Intolerance is a growing problem in Pakistan, and it is alarming to see its effects among school children. Children who are supposed to be learning the values of empathy, respect, and acceptance, are instead exhibiting intolerance towards their classmates who are different from them. Intolerance refers to the unwillingness or inability to accept the beliefs, opinions, or behaviours of others who differ from oneself. It is a negative attitude or behaviour that can manifest in various forms, such as discrimination, prejudice, bigotry, and hatred.
The problem of intolerance is widespread in schools across Pakistan, with children displaying prejudice against their peers based on their religion, ethnicity, race, gender, and socio-economic status. The intolerance manifests in different ways, including bullying, name-calling, exclusion, and physical violence. Children who are targets of intolerance often suffer from low self-esteem, anxiety, depression, and even trauma. Such experiences can have long-lasting effects on their mental health, academic performance, and overall wellbeing. Intolerance can be rooted in various factors such as social, cultural, economic, and political factors. It often arises from a lack of understanding, fear, or mistrust of people - who are different from oneself. Intolerance can also be perpetuated by stereotypes, misinformation, and narrow-mindedness.
One of the primary reasons for intolerance among school children in Pakistan is the lack of diversity and inclusivity in the education system. The curriculum often reinforces stereotypes and reinforces negative attitudes towards marginalised groups. Additionally, teachers and school administrators may not have the skills or training to address intolerance effectively. There is also a lack of awareness and understanding of the importance of diversity and inclusion among parents, who may inadvertently pass on their biases to their children.
Another factor that contributes to rising intolerance among school children is the social and cultural attitudes towards difference and diversity. In many communities, differences in religion, ethnicity, and socio-economic status are viewed as negative and are often used as a basis for discrimination and prejudice. Another factor is children often learn attitudes and beliefs from their families and peers. If their immediate environment promotes intolerance towards certain groups, children may adopt these views. Many children in Pakistan grow up in a homogenous environment with limited exposure to different cultures and religions. This lack of exposure can lead to a narrow worldview and limited understanding of other cultures, which may contribute to intolerance.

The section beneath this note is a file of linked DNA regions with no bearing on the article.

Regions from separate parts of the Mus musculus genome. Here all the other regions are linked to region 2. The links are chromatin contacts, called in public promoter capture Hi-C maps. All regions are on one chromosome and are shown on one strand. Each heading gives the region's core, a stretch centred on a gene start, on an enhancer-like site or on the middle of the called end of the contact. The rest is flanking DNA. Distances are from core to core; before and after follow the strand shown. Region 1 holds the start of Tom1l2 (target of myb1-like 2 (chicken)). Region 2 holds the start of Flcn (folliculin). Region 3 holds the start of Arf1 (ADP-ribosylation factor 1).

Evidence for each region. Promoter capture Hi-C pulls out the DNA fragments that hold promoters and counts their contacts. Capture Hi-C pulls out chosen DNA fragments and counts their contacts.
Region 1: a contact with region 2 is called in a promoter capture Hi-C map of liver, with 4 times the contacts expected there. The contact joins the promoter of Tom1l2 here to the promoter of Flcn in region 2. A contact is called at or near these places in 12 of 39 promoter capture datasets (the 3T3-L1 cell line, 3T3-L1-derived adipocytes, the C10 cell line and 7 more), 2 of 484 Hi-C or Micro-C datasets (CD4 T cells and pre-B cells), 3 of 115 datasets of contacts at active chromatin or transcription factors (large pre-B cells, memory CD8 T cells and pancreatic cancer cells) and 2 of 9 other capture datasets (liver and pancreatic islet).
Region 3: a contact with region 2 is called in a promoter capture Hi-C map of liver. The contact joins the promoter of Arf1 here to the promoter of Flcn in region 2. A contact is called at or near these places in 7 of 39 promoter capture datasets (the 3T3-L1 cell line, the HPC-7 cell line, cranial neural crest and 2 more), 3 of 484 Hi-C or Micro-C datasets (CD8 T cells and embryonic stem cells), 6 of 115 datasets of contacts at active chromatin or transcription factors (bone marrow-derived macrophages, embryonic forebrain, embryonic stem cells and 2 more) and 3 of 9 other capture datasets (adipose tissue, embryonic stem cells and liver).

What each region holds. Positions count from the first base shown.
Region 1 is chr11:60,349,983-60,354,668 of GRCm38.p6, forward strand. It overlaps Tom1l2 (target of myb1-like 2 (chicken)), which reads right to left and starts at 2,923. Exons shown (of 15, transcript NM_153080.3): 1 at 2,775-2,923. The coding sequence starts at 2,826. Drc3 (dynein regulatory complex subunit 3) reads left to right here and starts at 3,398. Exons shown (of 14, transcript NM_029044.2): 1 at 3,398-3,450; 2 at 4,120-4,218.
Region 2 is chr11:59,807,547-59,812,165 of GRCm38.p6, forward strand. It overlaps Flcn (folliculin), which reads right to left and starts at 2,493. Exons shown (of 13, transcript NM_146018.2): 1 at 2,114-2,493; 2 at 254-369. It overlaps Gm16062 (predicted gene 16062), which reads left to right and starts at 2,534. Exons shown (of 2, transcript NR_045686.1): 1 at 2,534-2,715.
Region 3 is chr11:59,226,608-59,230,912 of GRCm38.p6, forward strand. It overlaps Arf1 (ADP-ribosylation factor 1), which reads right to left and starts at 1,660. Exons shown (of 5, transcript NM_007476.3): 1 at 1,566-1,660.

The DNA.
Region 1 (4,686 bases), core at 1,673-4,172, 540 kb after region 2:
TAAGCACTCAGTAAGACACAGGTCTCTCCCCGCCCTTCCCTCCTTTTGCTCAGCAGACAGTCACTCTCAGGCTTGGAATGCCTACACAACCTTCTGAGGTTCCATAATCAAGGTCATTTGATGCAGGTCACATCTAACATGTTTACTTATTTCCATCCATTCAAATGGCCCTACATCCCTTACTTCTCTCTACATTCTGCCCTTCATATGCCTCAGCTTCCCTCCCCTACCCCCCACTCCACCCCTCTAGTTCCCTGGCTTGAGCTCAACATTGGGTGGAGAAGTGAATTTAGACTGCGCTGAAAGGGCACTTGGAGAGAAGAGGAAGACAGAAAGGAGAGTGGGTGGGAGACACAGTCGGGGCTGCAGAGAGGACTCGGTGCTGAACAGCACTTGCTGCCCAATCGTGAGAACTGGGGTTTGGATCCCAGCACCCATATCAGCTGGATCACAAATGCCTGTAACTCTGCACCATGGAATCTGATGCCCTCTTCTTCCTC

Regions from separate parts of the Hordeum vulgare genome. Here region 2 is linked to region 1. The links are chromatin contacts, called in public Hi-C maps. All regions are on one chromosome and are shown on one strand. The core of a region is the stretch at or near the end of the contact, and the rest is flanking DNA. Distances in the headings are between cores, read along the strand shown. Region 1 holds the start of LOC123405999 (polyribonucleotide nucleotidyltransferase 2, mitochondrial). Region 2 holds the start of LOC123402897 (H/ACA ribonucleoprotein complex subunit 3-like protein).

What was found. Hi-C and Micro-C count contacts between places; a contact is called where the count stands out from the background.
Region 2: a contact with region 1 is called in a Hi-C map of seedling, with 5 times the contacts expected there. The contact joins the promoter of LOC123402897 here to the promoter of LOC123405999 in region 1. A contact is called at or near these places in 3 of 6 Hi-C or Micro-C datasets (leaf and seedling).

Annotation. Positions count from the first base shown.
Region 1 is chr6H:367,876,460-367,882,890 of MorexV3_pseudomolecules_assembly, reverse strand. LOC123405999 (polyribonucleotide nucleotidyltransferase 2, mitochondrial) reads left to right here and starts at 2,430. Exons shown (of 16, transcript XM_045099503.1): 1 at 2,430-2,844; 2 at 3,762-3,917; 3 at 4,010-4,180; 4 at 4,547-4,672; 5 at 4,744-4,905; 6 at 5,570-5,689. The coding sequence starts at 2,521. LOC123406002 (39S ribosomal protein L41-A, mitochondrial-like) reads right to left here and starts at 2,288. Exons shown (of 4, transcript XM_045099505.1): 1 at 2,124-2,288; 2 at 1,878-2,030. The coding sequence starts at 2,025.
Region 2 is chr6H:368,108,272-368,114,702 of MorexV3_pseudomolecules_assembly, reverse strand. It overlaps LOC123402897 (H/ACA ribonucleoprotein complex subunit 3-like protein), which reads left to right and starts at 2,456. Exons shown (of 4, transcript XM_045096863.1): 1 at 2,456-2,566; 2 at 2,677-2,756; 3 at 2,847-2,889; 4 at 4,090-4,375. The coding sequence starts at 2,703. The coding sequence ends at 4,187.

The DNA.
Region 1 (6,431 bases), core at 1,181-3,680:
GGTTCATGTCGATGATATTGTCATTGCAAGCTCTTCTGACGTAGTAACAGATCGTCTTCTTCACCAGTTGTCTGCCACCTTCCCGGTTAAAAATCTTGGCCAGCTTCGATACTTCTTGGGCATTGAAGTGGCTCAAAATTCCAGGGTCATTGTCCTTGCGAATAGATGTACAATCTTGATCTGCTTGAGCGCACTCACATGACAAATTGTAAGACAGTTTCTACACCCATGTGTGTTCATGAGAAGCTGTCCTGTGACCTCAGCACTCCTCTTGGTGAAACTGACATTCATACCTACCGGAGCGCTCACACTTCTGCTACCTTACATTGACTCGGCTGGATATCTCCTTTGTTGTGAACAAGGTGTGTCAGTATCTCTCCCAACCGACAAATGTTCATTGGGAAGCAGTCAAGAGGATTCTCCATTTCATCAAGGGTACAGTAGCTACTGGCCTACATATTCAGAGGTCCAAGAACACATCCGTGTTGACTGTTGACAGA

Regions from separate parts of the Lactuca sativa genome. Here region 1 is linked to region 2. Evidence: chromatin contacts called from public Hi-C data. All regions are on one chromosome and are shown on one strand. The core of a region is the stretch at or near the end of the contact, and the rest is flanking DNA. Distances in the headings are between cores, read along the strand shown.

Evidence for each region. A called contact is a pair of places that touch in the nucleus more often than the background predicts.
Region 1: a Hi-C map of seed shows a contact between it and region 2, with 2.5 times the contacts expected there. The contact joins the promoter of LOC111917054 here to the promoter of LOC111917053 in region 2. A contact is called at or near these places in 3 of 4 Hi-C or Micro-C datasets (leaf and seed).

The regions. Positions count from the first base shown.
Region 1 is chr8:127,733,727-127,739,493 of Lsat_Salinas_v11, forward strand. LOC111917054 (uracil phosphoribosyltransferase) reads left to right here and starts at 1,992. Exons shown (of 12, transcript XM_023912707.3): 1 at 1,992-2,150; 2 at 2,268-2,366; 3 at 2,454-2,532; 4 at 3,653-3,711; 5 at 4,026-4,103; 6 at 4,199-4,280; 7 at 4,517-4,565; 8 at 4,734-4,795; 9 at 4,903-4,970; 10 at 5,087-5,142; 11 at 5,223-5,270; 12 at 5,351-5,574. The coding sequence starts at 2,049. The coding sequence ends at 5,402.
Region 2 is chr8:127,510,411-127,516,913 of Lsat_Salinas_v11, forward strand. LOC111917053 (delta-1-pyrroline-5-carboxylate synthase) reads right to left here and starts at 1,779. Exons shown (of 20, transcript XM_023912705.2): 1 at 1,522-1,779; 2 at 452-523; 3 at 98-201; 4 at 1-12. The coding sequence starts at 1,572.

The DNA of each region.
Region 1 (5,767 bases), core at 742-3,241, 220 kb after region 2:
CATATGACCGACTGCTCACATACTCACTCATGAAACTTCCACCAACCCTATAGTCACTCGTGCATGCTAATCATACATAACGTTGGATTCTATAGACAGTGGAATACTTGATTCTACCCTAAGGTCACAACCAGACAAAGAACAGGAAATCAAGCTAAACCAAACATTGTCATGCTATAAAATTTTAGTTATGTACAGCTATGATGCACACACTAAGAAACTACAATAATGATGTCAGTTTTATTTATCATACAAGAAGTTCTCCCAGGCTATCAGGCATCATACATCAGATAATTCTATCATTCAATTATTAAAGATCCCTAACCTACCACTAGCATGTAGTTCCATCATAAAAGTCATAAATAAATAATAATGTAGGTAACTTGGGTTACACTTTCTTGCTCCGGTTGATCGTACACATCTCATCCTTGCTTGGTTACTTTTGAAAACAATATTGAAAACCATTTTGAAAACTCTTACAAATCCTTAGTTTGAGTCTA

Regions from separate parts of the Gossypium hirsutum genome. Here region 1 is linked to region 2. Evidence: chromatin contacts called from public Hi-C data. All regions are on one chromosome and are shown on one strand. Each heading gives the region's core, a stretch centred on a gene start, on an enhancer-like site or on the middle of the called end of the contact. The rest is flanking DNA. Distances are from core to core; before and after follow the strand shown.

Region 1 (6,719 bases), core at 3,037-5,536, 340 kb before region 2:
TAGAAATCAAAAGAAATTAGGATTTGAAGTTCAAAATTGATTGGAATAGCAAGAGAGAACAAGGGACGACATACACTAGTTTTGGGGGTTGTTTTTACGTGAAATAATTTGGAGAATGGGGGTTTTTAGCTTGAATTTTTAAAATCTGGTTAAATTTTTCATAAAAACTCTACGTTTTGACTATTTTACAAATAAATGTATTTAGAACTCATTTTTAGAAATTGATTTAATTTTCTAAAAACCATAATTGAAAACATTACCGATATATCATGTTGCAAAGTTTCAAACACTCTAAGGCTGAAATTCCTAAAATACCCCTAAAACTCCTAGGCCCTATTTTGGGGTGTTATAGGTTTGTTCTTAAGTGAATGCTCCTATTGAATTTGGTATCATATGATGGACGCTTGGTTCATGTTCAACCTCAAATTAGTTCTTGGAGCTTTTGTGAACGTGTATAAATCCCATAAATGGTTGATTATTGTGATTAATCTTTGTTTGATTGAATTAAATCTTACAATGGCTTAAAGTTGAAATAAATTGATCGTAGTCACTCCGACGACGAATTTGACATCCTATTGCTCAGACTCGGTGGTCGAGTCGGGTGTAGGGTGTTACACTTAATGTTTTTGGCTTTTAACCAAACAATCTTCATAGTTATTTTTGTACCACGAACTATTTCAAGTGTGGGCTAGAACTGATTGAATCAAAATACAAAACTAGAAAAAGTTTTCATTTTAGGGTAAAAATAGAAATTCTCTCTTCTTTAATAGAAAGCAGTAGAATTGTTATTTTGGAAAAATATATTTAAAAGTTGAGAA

The first learning institute for children is their ‘home’ where one can observe the best examples of intolerance. Unfortunately, in Pakistan, parents may unintentionally or intentionally contribute to the spread of intolerance among school children. As they pass on their biases and prejudices towards certain religious or ethnic groups to their children, which can influence their attitudes and beliefs towards those groups. They also encourage segregation, such as sending their children to religious schools or discouraging them from interacting with children from different religious or ethnic backgrounds. Parents use derogatory language towards certain religious or ethnic groups, in front of their children, which can contribute to the normalisation of intolerance and prejudice and foster a culture of fear towards different groups.
To combat intolerance among school children in Pakistan, it is essential to address the root causes of the problem. Schools need to develop a curriculum that promotes diversity and inclusivity, provide training and support to teachers and staff on how to address intolerance, and create a safe and welcoming environment for all students. Parents can also play a crucial role in promoting tolerance at home by modelling respectful behaviour, challenging their biases, and encouraging their children to be open-minded and accepting of differences.
It has been observed that children have become more advanced in communications. In this regard, media can play a very influential role by highlighting positive stories that can give examples of people from different religious and ethnic backgrounds working together towards common goals. Through this, unity and acceptance will be promoted. Avoid misconception about different communities by providing accurate and balanced reporting, through documentaries and television shows cultural exchange could be promoted and encouragement for public debate could be given.
Media and various political parties can create miracles among school children as they idealise these two platforms. Political parties can arrange seminars and training sessions with educational institutions to create programmes and awareness campaigns by highlighting the messages of respect for diversity and the harmful effects of discrimination and prejudice. They can also support intercultural activities, collaborating with NGOs, and incorporating the promotion of tolerance in their party platform.
In conclusion, intolerance among school children in Pakistan is a significant issue that requires urgent attention. It not only affects the wellbeing of individual children but also undermines social cohesion and stability. Addressing intolerance requires a concerted effort from all stakeholders, including educators, parents, and policymakers. By promoting diversity, inclusivity, and empathy, we can create a more tolerant and accepting society where all children can thrive.
The author is a PhD scholar at Department of International Relations, University of Karachi